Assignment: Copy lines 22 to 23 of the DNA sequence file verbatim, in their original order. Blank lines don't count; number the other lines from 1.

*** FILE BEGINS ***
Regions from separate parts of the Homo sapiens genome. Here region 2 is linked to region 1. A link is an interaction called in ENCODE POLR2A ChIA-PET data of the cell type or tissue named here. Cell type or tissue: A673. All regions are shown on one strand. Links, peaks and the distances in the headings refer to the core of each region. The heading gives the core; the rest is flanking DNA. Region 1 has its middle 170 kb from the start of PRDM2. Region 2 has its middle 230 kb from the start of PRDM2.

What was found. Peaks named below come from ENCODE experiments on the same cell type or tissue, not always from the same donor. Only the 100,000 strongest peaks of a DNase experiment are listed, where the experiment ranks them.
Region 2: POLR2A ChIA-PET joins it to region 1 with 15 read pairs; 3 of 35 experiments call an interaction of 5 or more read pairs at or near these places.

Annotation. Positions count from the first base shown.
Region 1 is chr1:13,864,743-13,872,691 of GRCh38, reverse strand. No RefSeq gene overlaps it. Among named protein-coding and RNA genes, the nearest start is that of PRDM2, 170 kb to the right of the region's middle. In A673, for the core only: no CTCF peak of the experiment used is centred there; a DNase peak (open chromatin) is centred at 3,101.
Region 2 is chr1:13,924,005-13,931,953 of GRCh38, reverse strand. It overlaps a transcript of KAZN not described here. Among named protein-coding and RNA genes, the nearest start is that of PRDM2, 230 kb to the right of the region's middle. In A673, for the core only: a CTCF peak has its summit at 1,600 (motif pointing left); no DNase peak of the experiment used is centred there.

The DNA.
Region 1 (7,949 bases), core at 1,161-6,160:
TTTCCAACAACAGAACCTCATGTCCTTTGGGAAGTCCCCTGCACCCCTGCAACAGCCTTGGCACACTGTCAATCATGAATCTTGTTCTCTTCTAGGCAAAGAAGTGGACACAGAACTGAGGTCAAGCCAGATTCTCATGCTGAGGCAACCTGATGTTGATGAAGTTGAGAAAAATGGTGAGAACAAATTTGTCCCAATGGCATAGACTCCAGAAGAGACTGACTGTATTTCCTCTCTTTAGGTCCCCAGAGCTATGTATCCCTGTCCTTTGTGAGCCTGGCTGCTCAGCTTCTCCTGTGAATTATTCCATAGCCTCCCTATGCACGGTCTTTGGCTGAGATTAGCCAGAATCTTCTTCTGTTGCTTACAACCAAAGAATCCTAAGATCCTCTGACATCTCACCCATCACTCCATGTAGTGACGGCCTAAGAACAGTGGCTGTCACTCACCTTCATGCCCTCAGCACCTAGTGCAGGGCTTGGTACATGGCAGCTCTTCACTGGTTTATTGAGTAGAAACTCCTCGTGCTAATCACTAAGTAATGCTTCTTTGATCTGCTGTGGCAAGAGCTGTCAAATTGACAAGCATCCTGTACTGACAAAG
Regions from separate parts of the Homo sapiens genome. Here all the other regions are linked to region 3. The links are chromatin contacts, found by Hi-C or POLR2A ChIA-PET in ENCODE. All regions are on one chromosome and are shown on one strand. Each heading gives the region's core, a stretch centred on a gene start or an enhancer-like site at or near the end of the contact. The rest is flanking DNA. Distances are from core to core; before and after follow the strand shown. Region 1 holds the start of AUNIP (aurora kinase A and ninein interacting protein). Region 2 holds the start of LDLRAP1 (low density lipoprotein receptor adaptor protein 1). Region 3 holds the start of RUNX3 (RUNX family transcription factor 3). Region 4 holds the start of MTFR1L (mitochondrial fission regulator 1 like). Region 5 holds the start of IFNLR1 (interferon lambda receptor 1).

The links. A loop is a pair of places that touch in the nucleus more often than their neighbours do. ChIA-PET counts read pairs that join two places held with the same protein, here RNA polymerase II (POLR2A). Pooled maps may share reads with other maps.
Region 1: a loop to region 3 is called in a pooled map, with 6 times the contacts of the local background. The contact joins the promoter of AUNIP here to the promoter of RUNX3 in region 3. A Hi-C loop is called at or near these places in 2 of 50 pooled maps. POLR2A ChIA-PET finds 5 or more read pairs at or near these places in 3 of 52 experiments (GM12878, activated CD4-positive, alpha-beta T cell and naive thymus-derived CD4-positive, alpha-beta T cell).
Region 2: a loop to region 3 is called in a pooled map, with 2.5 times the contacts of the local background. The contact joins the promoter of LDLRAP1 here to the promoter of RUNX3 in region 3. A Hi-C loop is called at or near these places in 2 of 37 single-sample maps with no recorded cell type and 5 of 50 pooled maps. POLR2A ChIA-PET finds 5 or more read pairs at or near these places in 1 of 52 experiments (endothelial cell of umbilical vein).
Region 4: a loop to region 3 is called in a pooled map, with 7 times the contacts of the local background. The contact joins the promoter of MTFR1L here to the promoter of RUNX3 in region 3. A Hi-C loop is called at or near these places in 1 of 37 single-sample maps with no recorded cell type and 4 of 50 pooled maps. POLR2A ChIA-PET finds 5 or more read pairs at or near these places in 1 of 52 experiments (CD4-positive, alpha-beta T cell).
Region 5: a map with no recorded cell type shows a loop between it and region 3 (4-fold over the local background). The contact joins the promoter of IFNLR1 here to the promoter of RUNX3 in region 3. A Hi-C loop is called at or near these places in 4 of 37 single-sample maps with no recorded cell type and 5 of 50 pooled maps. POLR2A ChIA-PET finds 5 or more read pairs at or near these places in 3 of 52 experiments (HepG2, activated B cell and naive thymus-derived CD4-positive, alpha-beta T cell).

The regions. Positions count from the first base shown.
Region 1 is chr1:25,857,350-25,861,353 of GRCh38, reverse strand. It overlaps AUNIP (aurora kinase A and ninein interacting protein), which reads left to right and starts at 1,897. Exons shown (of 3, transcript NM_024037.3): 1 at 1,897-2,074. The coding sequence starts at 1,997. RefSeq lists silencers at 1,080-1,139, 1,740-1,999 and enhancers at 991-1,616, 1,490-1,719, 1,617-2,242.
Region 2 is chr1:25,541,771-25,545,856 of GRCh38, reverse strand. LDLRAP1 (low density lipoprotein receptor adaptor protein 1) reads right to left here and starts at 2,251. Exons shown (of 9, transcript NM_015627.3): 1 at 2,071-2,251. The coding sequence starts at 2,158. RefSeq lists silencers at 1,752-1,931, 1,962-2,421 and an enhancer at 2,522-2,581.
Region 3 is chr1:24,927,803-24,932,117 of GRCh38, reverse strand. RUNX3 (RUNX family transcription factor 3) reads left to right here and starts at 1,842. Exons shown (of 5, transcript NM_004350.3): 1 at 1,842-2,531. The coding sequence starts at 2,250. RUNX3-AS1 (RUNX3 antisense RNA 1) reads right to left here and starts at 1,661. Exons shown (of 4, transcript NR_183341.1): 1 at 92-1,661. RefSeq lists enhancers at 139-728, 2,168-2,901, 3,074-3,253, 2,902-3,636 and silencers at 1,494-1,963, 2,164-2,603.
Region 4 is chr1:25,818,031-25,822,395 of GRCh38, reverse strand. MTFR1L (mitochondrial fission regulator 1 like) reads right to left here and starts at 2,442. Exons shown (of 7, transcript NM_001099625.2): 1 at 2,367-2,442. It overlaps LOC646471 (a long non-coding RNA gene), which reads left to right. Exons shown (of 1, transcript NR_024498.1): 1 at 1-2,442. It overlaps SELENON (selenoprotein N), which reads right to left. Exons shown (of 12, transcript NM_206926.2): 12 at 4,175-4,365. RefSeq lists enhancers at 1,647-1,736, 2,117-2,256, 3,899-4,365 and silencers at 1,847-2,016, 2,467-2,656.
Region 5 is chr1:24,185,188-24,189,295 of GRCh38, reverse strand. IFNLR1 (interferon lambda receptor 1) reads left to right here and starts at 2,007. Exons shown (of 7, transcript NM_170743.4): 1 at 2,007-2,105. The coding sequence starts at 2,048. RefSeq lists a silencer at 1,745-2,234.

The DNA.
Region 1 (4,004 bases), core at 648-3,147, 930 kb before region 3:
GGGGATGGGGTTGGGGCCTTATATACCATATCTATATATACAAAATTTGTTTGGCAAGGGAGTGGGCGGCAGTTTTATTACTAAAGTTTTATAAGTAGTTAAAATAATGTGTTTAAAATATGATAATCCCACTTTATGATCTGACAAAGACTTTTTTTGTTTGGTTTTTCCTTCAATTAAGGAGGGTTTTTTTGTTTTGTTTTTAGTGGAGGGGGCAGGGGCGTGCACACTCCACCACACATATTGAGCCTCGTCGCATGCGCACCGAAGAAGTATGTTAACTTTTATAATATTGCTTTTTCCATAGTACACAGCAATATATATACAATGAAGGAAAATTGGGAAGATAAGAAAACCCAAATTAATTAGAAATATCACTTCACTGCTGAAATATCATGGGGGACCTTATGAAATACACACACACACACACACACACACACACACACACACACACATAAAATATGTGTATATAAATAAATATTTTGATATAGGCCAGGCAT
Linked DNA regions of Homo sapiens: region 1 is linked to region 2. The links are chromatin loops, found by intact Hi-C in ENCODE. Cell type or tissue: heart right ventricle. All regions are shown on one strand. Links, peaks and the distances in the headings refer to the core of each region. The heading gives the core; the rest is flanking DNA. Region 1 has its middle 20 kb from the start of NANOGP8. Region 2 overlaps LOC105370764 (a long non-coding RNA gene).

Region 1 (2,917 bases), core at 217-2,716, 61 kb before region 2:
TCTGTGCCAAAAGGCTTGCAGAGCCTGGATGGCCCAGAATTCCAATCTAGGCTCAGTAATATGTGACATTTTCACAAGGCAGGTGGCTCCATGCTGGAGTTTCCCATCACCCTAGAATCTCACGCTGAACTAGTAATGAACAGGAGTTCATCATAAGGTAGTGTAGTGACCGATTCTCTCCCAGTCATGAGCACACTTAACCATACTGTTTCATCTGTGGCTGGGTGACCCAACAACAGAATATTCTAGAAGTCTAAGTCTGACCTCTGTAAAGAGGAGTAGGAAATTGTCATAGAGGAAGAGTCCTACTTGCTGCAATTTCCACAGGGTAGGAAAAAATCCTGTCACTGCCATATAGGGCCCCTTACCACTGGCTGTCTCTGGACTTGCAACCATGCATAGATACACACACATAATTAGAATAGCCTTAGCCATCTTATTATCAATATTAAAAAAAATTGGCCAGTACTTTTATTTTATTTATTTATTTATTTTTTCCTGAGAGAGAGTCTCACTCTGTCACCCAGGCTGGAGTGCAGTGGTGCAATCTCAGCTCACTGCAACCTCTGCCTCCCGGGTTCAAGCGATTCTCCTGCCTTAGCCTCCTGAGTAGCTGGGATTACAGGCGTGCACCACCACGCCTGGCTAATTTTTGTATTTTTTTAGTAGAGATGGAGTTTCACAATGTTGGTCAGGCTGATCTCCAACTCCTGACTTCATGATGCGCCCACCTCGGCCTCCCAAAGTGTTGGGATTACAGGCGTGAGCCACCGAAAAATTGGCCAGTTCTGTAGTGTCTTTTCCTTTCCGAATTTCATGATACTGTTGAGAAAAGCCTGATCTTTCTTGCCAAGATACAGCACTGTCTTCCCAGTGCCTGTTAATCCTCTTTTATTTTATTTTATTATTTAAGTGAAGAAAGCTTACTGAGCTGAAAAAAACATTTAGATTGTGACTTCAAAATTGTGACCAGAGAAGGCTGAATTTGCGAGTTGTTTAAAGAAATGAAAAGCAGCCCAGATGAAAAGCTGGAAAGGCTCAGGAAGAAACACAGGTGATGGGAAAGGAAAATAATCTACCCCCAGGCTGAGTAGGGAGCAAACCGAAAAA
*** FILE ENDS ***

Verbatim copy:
The DNA.
Region 1 (4,004 bases), core at 648-3,147, 930 kb before region 3: